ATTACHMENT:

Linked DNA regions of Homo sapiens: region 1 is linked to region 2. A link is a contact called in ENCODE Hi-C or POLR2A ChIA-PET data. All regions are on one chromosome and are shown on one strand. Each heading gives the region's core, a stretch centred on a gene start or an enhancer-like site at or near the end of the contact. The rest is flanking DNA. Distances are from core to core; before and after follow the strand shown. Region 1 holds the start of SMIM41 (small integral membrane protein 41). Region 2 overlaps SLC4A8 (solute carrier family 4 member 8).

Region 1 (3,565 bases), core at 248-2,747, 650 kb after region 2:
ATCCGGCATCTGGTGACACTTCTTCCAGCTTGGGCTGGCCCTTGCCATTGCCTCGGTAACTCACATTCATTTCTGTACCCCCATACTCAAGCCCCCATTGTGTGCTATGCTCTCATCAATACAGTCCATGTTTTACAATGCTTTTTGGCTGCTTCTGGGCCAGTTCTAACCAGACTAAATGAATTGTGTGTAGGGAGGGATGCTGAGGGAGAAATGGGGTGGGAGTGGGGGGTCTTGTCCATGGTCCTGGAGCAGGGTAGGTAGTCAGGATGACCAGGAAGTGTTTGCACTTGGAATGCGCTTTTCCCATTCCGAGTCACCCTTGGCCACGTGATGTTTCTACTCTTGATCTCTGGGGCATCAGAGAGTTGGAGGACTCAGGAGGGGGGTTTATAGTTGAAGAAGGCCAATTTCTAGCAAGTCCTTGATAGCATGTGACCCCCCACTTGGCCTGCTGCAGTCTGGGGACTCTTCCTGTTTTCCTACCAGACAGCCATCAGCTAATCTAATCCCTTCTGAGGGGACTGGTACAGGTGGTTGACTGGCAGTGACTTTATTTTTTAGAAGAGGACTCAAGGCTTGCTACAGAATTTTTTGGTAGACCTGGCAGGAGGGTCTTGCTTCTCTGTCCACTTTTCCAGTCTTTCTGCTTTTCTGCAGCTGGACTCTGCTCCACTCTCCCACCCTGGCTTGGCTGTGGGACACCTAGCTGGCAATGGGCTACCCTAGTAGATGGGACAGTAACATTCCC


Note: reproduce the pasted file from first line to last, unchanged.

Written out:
Linked DNA regions of Homo sapiens: region 1 is linked to region 2. A link is a contact called in ENCODE Hi-C or POLR2A ChIA-PET data. All regions are on one chromosome and are shown on one strand. Each heading gives the region's core, a stretch centred on a gene start or an enhancer-like site at or near the end of the contact. The rest is flanking DNA. Distances are from core to core; before and after follow the strand shown. Region 1 holds the start of SMIM41 (small integral membrane protein 41). Region 2 overlaps SLC4A8 (solute carrier family 4 member 8).

Region 1 (3,565 bases), core at 248-2,747, 650 kb after region 2:
ATCCGGCATCTGGTGACACTTCTTCCAGCTTGGGCTGGCCCTTGCCATTGCCTCGGTAACTCACATTCATTTCTGTACCCCCATACTCAAGCCCCCATTGTGTGCTATGCTCTCATCAATACAGTCCATGTTTTACAATGCTTTTTGGCTGCTTCTGGGCCAGTTCTAACCAGACTAAATGAATTGTGTGTAGGGAGGGATGCTGAGGGAGAAATGGGGTGGGAGTGGGGGGTCTTGTCCATGGTCCTGGAGCAGGGTAGGTAGTCAGGATGACCAGGAAGTGTTTGCACTTGGAATGCGCTTTTCCCATTCCGAGTCACCCTTGGCCACGTGATGTTTCTACTCTTGATCTCTGGGGCATCAGAGAGTTGGAGGACTCAGGAGGGGGGTTTATAGTTGAAGAAGGCCAATTTCTAGCAAGTCCTTGATAGCATGTGACCCCCCACTTGGCCTGCTGCAGTCTGGGGACTCTTCCTGTTTTCCTACCAGACAGCCATCAGCTAATCTAATCCCTTCTGAGGGGACTGGTACAGGTGGTTGACTGGCAGTGACTTTATTTTTTAGAAGAGGACTCAAGGCTTGCTACAGAATTTTTTGGTAGACCTGGCAGGAGGGTCTTGCTTCTCTGTCCACTTTTCCAGTCTTTCTGCTTTTCTGCAGCTGGACTCTGCTCCACTCTCCCACCCTGGCTTGGCTGTGGGACACCTAGCTGGCAATGGGCTACCCTAGTAGATGGGACAGTAACATTCCC